Opening Atlantis, Harry Turtledove (Penguin/Roc)

Hall of Fame
The Lord of the Rings, J.R.R. Tolkien
Falling Free, Lois McMaster Bujold
Courtship Rite, Donald M. Kingsbury
"As Easy as A.B.C.", Rudyard Kipling
The Once and Future King, T.H. White
The Golden Age, John C. Wright

* Kenneth Hite (a.k.a. princeofcairo) puts up for discussion his choices for "10 Best Stories About Cthulhu Not By H.P. Lovecraft" and "10 More Best Cthulhu Mythos Stories, Not By H.P. Lovecraft, Not Necessarily Involving Cthulhu."

“Columbus only discovered that he was in some new place. He didn't discover America.”
- Louise Erdrich


( 21 comments — Leave a comment )
Jul. 8th, 2009 01:34 pm (UTC)
Oh wow! The cover art is spectacular! It's almost here!!! *g*
Jul. 8th, 2009 04:05 pm (UTC)
Yay!!! Thanks. I'm so glad you like the art, too - I think it's breathtaking.
Jul. 8th, 2009 02:01 pm (UTC)
Congratulations! *beams*
Jul. 8th, 2009 04:06 pm (UTC)
Thank you so much!
Jul. 8th, 2009 02:55 pm (UTC)
I note that your list of finalists for Best Novel omits Harry Turtledove's Opening Atlantis. Did you pick up your list from Locus, by any chance? They had the same omission, though they've now corrected it. Or is Turtledove just this year's Forgotten Man?
Jul. 8th, 2009 04:07 pm (UTC)
Oops! Thanks so much for catching that - I've corrected my post. Obviously there's a virulent strain of Forgetting Turtledove going around.
Jul. 8th, 2009 04:50 pm (UTC)
OMG I cannot WAIT for this! *flail* How much will it be so I can set aside money!
Jul. 11th, 2009 09:25 pm (UTC)
Thank you SO much! :) I'm thrilled that the lineup of chapters looks interesting to you. I'll be 100% certain soon, but at this point, it looks like it will be US$20 - I'll probably have a few I will offer through my website from my book signing, too.
Jul. 8th, 2009 05:14 pm (UTC)
Hi Amy, I'm new in here but I'm looking forward to the book. Sounds really interesting!
Jul. 11th, 2009 09:25 pm (UTC)
Hi there, new friend! Thank you so much for your kind words. I'm so happy that the book sounds interesting to you!
Jul. 8th, 2009 05:29 pm (UTC)
Thanks for the good wishes! And the prezzie!
Jul. 11th, 2009 09:27 pm (UTC)
You bet! I hope you had a fantastic birthday.

By the way, did you happen to see The Link, the new documentary on the Discovery Channel recently about the recent "missing link" fossil discovery? All of the lemurs made me think of you and your icon.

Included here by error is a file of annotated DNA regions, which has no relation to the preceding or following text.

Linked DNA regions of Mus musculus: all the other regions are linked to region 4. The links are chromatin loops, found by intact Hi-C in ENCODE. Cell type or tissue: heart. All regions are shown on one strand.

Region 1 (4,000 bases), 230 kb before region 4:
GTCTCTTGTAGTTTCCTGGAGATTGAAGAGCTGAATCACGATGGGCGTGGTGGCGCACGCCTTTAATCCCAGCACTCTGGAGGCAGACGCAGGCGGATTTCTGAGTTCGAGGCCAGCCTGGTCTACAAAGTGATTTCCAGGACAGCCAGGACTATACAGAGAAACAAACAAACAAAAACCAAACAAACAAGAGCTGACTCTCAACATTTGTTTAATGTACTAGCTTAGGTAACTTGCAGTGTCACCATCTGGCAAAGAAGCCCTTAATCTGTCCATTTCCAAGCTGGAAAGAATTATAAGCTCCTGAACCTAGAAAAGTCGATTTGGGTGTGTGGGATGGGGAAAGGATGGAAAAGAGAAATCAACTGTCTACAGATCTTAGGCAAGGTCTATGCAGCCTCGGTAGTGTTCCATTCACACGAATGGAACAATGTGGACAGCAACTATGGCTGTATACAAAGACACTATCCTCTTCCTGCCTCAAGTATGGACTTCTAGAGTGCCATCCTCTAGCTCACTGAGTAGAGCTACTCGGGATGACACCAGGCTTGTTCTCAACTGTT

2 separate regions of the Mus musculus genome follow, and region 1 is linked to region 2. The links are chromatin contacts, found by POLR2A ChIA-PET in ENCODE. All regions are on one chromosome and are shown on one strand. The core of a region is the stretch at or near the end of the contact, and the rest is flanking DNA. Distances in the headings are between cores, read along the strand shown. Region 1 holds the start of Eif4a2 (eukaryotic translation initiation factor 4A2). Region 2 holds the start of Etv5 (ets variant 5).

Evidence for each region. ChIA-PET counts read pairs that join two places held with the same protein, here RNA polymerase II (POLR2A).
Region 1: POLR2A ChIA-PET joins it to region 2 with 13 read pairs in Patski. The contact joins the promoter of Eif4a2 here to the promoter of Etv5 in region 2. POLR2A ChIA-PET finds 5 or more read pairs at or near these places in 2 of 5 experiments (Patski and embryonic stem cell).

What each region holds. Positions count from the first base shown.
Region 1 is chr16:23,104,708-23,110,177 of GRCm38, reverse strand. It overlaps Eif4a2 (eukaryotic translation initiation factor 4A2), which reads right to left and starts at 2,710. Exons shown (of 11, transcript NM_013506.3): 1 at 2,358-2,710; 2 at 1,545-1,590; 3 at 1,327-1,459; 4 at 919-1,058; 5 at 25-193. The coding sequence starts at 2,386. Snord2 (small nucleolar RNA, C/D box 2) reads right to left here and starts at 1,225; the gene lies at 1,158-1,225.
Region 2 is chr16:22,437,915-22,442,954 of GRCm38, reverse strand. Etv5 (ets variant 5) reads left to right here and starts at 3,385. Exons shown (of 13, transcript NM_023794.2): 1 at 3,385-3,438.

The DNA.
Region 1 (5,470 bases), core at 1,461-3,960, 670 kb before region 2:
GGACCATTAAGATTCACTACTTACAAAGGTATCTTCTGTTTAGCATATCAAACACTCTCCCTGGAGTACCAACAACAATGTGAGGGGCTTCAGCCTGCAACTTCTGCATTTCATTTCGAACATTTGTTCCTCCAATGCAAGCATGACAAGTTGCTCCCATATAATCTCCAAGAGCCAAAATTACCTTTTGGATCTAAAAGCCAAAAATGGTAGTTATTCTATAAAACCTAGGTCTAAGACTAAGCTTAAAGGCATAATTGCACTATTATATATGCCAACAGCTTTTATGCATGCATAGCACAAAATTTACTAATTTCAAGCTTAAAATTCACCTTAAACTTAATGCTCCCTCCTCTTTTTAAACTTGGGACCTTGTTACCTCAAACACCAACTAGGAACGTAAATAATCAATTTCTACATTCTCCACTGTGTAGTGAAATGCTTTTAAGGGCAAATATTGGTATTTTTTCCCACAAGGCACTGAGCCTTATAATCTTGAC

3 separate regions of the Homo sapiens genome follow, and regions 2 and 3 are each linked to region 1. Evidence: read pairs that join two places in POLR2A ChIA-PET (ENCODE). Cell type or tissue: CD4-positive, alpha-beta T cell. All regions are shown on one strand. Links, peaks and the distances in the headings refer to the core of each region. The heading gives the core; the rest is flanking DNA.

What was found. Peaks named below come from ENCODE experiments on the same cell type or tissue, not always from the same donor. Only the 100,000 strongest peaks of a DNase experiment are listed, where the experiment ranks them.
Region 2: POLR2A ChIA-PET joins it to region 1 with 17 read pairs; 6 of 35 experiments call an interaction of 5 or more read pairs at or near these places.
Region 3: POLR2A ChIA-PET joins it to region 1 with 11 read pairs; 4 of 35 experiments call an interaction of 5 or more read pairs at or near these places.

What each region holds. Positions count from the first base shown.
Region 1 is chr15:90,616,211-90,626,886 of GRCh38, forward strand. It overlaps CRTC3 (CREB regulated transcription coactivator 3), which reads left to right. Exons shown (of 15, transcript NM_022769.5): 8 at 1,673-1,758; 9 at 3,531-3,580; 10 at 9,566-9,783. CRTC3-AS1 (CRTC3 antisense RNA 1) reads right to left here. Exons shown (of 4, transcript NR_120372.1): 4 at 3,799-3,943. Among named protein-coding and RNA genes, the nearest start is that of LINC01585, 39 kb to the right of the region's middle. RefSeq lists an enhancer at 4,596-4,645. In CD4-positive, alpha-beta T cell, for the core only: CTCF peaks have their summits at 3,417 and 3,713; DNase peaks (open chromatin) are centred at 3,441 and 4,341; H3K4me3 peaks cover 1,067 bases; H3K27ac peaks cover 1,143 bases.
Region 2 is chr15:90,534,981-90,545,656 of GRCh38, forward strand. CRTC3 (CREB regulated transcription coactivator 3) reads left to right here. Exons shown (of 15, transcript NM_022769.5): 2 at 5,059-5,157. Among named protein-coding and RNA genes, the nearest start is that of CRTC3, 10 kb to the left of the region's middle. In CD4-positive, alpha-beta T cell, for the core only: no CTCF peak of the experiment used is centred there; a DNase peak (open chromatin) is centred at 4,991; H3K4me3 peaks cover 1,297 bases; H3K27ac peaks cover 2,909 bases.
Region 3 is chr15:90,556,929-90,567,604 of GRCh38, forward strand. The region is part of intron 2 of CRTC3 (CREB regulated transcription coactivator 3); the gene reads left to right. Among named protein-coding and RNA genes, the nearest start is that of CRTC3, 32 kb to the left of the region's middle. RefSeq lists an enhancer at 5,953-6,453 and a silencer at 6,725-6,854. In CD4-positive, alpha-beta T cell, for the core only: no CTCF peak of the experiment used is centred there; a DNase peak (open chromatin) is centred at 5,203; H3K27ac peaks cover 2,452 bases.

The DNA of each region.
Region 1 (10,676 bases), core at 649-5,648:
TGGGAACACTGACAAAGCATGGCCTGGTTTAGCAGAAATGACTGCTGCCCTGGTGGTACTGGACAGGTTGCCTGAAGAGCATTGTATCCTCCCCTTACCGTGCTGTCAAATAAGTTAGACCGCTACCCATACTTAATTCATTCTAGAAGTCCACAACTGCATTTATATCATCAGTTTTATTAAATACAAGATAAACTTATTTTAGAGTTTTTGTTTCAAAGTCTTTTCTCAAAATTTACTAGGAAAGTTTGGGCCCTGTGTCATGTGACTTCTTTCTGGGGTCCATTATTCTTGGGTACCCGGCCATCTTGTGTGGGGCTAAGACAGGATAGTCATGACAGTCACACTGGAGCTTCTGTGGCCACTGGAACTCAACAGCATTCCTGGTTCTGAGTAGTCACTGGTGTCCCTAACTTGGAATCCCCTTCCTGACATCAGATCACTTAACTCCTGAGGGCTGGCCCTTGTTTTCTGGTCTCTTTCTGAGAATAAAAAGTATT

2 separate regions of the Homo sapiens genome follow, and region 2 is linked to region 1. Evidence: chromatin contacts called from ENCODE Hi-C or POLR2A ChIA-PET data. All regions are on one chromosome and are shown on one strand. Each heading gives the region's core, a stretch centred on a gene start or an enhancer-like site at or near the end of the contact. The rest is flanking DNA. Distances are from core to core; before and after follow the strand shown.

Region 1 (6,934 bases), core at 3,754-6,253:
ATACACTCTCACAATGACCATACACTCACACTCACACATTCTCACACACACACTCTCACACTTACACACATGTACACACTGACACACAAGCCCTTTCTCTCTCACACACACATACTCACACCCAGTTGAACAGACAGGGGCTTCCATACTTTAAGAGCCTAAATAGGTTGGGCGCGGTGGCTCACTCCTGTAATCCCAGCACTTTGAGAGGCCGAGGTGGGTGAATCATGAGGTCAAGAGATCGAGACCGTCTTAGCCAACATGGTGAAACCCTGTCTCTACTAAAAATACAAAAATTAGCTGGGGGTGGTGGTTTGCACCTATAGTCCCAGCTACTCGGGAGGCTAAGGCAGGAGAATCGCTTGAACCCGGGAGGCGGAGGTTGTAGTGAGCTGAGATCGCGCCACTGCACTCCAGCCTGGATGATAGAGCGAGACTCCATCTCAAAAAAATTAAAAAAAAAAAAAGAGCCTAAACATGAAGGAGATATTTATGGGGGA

Jul. 9th, 2009 03:45 am (UTC)
I have the book title written down and will look for it next time I'm in the library!
Jul. 11th, 2009 09:27 pm (UTC)
Thanks so much! I really appreciate it.
Jul. 10th, 2009 06:57 pm (UTC)
Well done on the new book!
Jul. 11th, 2009 09:27 pm (UTC)
Thanks so much!
Jul. 10th, 2009 10:03 pm (UTC)
how incredibly beautiful and striking
Oh Dr. Amy, what amazing artwork for the cover. I am beyond thrilled about this. And, incidentally, can never thank you enough. Ever. I would feel proud, except I owe it all to you, so I am hugely proud of you and all your hard work.
Jul. 11th, 2009 09:30 pm (UTC)
Re: how incredibly beautiful and striking
Wait until you see the cover layout with the artwork front and center! Isn't Melissa amazing? (She also did the Past Watchful Dragons book cover with Aslan, you know.) I'm so thrilled to have this "Forest Spirit" be the "face," as it were, of the collection.

And I'm so happy to have your work included. Thanks so much for your kind words. I didn't do the work to write your essay, though: you did! And you should be very proud of it! :)
Jul. 13th, 2009 04:37 am (UTC)
Thanks so much for the b'day wishes and the e-giftee! :D

AND for G.'s welcome card. You're such a thoughtful sort. I'm feeling quite the ingrate at the moment as lovely folk are sending along many cards and emails and they languish, unloved, in my Inbox for weeks before I get a chance to respond. Hope all's going well with you. I'm hoping to check back in with some semblance of propriety (and catch-up-ed-ness) in the near future. Er, maybe for your October features...? ;)
Jul. 13th, 2009 04:41 am (UTC)
Oh, and forgot to say:

a) LOVE LOVE love the new website look and artwork.

b) Have friended you back on bookmooch even though it exposed the fact that I own (and have read...) the (terrible) bodice-ripper Yankee Princess. No, you may not mooch it, A.

c) I was watching a travel/foodie show on cable the other day and they mentioned very briefly the history of the Cherokee groups in the Appalachians (?) - Trail of Tears, etc - and I kept waiting for them to mention your book! I think the show was made at least 4-5 yrs ago, though... :)
Jul. 16th, 2009 07:42 pm (UTC)
I just got your wonderful announcement. What a fantastic picture of wee Griffin! :)

I'm hoping to check back in with some semblance of propriety (and catch-up-ed-ness) in the near future. Er, maybe for your October features...? ;)

LOL! That sounds great. Until then, we all know you have your hands full with the funglings. (Give them a hug for us!)

I'm so thrilled that you like the new website. Thanks for checking it out! Your BookMooch comment has me collapsed in hysterics. :)

( 21 comments — Leave a comment )